How Addiction Turns Into a Family Disease

by | May 16, 2016 | Addiction, Treatment | 0 comments

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Many families have found themselves fractured by the pain of addiction. (Joanna Dorota/Shutterstock)

Many families have found themselves fractured by the pain of addiction. (Joanna Dorota/Shutterstock)

We’ve talked before about the notion of addiction as a family disease. From stories of hope to the effects of a relapse on the family members, it’s a topic we’ve covered from multiple angles. Even so, there’s one thing we have never discussed, one question that may be milling through your head: Just how does addiction become a family disease in the first place? The answer is potentially more complicated than you might think.

If we are to accept addiction or alcoholism as a family disease, then we must also accept that every member of the family has played a role in the conception of the illness. This is not to say that everyone is at fault, for this would be to imply an unfair level of blame. Like any other disease, addicts and their families should not spend their time wallowing in guilt over the fact that this affliction has so gravely affected them. Assigning blame and mentally punishing oneself will do little to solve the problem that the family disease has created.

Before we can seek a solution to the problem of addiction as a family disease, we must reach an understanding regarding how it was created. We must look at the addict’s role, as well as the role played by the family. Once we understand how each member of the family has contributed to the shared disease, we can discuss how each member of the family might work together to recover as a unit. We will examine these issues below, while also discussing how families with a patient enrolled in Amethyst Recovery will be provided with resources that will aid them in their recovery journey.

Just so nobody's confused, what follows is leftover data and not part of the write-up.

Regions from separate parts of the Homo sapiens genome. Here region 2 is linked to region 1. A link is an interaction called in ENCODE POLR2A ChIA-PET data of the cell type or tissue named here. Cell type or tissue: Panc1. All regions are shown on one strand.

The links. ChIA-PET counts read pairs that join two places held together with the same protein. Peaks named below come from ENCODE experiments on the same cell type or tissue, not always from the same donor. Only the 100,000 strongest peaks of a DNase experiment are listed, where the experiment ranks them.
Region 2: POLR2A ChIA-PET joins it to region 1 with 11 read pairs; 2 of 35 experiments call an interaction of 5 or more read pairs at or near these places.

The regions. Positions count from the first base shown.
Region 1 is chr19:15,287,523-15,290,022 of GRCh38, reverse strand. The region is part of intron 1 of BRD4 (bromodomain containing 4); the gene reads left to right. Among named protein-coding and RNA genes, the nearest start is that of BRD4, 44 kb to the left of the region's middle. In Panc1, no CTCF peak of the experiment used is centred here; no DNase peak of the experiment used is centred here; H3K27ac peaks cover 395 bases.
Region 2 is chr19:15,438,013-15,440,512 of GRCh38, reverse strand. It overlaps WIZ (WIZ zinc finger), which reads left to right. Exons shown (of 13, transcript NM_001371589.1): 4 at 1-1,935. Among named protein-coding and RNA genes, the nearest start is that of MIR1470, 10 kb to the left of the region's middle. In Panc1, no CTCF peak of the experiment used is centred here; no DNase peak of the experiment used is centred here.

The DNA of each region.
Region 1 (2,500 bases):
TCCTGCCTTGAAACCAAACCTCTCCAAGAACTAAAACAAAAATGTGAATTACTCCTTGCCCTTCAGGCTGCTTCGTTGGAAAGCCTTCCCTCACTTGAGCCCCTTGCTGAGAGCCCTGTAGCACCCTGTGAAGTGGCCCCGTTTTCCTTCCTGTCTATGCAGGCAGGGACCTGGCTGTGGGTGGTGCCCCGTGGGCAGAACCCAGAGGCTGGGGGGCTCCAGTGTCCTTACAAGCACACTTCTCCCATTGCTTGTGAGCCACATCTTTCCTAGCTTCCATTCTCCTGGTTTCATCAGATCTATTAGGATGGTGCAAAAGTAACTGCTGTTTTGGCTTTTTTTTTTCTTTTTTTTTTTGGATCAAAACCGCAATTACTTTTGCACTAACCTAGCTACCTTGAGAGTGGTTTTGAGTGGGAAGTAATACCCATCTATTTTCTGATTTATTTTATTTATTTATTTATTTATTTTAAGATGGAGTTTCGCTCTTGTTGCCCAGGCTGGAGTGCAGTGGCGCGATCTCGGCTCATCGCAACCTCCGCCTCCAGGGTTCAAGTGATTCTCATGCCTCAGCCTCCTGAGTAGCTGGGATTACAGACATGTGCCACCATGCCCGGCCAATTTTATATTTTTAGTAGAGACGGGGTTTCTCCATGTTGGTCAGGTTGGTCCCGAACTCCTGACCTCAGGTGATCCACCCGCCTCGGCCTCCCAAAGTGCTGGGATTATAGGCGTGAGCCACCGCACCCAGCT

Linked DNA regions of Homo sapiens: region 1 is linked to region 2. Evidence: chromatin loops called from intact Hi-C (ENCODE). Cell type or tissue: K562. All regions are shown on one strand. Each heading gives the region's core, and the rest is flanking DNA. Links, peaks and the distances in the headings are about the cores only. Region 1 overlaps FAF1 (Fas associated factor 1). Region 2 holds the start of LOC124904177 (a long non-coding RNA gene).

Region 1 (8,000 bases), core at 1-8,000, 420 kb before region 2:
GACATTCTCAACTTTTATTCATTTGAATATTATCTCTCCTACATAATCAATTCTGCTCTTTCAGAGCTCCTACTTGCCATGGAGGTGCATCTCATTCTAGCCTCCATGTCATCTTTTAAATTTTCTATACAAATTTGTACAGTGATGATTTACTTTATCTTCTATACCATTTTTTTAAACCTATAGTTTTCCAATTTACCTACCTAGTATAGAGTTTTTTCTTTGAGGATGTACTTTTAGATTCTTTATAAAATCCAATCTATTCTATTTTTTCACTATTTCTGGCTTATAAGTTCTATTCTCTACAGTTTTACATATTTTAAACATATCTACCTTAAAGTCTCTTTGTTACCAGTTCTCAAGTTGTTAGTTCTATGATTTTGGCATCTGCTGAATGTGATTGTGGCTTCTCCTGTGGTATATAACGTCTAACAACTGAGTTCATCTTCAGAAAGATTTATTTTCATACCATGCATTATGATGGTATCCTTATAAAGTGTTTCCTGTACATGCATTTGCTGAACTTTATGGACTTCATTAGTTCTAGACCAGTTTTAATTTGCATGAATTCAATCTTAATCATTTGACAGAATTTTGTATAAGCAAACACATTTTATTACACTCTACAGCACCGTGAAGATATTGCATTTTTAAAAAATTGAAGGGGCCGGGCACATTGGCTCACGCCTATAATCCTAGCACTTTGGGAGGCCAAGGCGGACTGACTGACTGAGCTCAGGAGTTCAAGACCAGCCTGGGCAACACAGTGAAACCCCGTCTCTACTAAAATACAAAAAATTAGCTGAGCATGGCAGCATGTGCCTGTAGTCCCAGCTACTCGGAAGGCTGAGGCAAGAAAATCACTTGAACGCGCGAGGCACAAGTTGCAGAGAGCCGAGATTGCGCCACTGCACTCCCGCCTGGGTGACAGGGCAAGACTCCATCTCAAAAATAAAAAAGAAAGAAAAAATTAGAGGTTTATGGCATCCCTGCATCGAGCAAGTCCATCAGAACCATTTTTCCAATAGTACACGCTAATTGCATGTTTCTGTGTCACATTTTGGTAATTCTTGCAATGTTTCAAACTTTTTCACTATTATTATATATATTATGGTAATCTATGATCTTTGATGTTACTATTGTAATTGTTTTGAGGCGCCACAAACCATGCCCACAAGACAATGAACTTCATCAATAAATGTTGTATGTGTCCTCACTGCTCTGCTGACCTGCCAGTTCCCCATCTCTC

The Addict’s Role in the Family Disease

The family disease is largely characterized by the pain and sorrow of watching a loved one struggle with their substance problems. (Artem Furman/Shutterstock)

The family disease is largely characterized by the pain and sorrow of watching a loved one struggle with their substance problems. (Artem Furman/Shutterstock)

During our periods of active substance abuse, addicts and alcoholics can have a profound impact on the ones we love. We may invoke their help on a number of occasions, or we may push them away. In either case, we will be adding to the significant harm done to all when addiction becomes a family disease. Parents, siblings, spouses and children will all fall prey to our disease as it changes the state of the family’s relationships with one another. And regardless of the specific symptoms of the disease, they will likely grow worse with time.

In the event that we have beseeched their help for our legal issues, our career struggles, or simply the profound lack of life skills we tend to display when under the influence of drugs and alcohol, the family disease will largely be characterized by codependency. We need our families to look after us, and they need to feel that we will be okay. This locks us into a seemingly never-ending cycle of give and take, in which our families are the sole givers and we are the sole takers. And when they finally stand up for themselves and decide to stop giving, we will often meet this decision with anger.

We may find ourselves similarly angry if we have characterized the family disease as one of isolation. Despite our efforts to push our loved ones away, we may find ourselves suffering great anger or depression when we realize that they will not be there at our beck and call the moment we decide to change our minds. And even if we have a large family, they will feel a bit more isolated as a result of having lost us. We are not the people we used to be, and any loving family is going to experience a sense of grief over this loss.

Again, we do not wish to imply fault or suggest that addicts and alcoholics are single-handedly wreaking havoc on their families. When we describe addiction as a family disease, we mean just that. The addict suffers as much from their own substance abuse as the family suffers from watching it, even if they may not always be aware of the degree to which their addiction is harming them at the time. And in many ways, the family may lack awareness in a very similar fashion.

The Family’s Role in the Family Disease

The lost child is one of the most tragic roles we often see in families suffering from the disease. (altanaka/Shutterstock)

The lost child is one of the most tragic roles we often see in families suffering from the disease. (altanaka/Shutterstock)